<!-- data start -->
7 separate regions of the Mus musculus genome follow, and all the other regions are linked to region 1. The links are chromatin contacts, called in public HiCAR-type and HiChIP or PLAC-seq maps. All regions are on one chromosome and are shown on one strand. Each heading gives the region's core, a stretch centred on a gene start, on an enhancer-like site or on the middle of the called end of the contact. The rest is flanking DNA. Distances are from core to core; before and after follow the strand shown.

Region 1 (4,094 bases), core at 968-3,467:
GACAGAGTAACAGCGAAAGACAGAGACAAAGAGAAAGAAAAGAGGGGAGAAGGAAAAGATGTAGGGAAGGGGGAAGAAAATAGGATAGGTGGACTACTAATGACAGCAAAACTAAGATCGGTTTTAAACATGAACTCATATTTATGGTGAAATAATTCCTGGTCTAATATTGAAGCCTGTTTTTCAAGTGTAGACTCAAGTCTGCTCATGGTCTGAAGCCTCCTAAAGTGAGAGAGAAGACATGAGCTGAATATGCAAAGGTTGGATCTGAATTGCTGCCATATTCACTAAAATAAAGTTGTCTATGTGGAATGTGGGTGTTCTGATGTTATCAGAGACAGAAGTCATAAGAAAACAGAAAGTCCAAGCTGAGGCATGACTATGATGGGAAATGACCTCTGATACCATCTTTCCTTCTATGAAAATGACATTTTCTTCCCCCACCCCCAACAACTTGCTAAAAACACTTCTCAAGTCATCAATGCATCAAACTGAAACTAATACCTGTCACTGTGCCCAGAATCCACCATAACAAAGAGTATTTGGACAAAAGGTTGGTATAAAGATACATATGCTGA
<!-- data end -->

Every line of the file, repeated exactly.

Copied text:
7 separate regions of the Mus musculus genome follow, and all the other regions are linked to region 1. The links are chromatin contacts, called in public HiCAR-type and HiChIP or PLAC-seq maps. All regions are on one chromosome and are shown on one strand. Each heading gives the region's core, a stretch centred on a gene start, on an enhancer-like site or on the middle of the called end of the contact. The rest is flanking DNA. Distances are from core to core; before and after follow the strand shown.

Region 1 (4,094 bases), core at 968-3,467:
GACAGAGTAACAGCGAAAGACAGAGACAAAGAGAAAGAAAAGAGGGGAGAAGGAAAAGATGTAGGGAAGGGGGAAGAAAATAGGATAGGTGGACTACTAATGACAGCAAAACTAAGATCGGTTTTAAACATGAACTCATATTTATGGTGAAATAATTCCTGGTCTAATATTGAAGCCTGTTTTTCAAGTGTAGACTCAAGTCTGCTCATGGTCTGAAGCCTCCTAAAGTGAGAGAGAAGACATGAGCTGAATATGCAAAGGTTGGATCTGAATTGCTGCCATATTCACTAAAATAAAGTTGTCTATGTGGAATGTGGGTGTTCTGATGTTATCAGAGACAGAAGTCATAAGAAAACAGAAAGTCCAAGCTGAGGCATGACTATGATGGGAAATGACCTCTGATACCATCTTTCCTTCTATGAAAATGACATTTTCTTCCCCCACCCCCAACAACTTGCTAAAAACACTTCTCAAGTCATCAATGCATCAAACTGAAACTAATACCTGTCACTGTGCCCAGAATCCACCATAACAAAGAGTATTTGGACAAAAGGTTGGTATAAAGATACATATGCTGA